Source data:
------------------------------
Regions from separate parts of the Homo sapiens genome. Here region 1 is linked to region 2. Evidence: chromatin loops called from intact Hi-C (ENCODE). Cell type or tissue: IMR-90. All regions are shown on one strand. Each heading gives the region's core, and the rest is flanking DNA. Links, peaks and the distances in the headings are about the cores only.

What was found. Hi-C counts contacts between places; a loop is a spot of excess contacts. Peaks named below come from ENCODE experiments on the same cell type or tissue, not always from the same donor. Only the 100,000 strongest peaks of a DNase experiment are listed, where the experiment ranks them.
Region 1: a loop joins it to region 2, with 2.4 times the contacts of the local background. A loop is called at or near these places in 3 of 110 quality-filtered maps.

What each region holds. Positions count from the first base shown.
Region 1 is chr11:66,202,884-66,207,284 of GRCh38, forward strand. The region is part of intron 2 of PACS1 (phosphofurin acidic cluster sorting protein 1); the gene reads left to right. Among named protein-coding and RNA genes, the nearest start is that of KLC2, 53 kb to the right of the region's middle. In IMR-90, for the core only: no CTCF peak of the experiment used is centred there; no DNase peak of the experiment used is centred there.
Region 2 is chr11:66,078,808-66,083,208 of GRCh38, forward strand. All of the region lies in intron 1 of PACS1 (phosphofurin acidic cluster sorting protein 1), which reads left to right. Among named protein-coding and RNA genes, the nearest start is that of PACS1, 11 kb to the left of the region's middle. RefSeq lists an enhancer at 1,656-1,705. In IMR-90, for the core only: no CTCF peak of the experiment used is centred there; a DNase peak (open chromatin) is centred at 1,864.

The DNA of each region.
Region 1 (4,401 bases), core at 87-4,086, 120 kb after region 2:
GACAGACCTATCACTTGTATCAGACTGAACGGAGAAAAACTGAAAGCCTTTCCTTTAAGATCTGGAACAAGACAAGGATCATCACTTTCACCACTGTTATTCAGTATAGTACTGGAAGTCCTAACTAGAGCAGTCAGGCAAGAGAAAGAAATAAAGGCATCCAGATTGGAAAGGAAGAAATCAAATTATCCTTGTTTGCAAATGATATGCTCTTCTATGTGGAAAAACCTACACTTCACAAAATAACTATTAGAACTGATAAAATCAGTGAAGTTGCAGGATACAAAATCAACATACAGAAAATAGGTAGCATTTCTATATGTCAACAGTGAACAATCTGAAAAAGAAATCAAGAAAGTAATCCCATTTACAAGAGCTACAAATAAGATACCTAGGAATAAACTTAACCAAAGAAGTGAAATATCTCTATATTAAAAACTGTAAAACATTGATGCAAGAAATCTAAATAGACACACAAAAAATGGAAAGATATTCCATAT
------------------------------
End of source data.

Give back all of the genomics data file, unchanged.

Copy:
Regions from separate parts of the Homo sapiens genome. Here region 1 is linked to region 2. Evidence: chromatin loops called from intact Hi-C (ENCODE). Cell type or tissue: IMR-90. All regions are shown on one strand. Each heading gives the region's core, and the rest is flanking DNA. Links, peaks and the distances in the headings are about the cores only.

What was found. Hi-C counts contacts between places; a loop is a spot of excess contacts. Peaks named below come from ENCODE experiments on the same cell type or tissue, not always from the same donor. Only the 100,000 strongest peaks of a DNase experiment are listed, where the experiment ranks them.
Region 1: a loop joins it to region 2, with 2.4 times the contacts of the local background. A loop is called at or near these places in 3 of 110 quality-filtered maps.

What each region holds. Positions count from the first base shown.
Region 1 is chr11:66,202,884-66,207,284 of GRCh38, forward strand. The region is part of intron 2 of PACS1 (phosphofurin acidic cluster sorting protein 1); the gene reads left to right. Among named protein-coding and RNA genes, the nearest start is that of KLC2, 53 kb to the right of the region's middle. In IMR-90, for the core only: no CTCF peak of the experiment used is centred there; no DNase peak of the experiment used is centred there.
Region 2 is chr11:66,078,808-66,083,208 of GRCh38, forward strand. All of the region lies in intron 1 of PACS1 (phosphofurin acidic cluster sorting protein 1), which reads left to right. Among named protein-coding and RNA genes, the nearest start is that of PACS1, 11 kb to the left of the region's middle. RefSeq lists an enhancer at 1,656-1,705. In IMR-90, for the core only: no CTCF peak of the experiment used is centred there; a DNase peak (open chromatin) is centred at 1,864.

The DNA of each region.
Region 1 (4,401 bases), core at 87-4,086, 120 kb after region 2:
GACAGACCTATCACTTGTATCAGACTGAACGGAGAAAAACTGAAAGCCTTTCCTTTAAGATCTGGAACAAGACAAGGATCATCACTTTCACCACTGTTATTCAGTATAGTACTGGAAGTCCTAACTAGAGCAGTCAGGCAAGAGAAAGAAATAAAGGCATCCAGATTGGAAAGGAAGAAATCAAATTATCCTTGTTTGCAAATGATATGCTCTTCTATGTGGAAAAACCTACACTTCACAAAATAACTATTAGAACTGATAAAATCAGTGAAGTTGCAGGATACAAAATCAACATACAGAAAATAGGTAGCATTTCTATATGTCAACAGTGAACAATCTGAAAAAGAAATCAAGAAAGTAATCCCATTTACAAGAGCTACAAATAAGATACCTAGGAATAAACTTAACCAAAGAAGTGAAATATCTCTATATTAAAAACTGTAAAACATTGATGCAAGAAATCTAAATAGACACACAAAAAATGGAAAGATATTCCATAT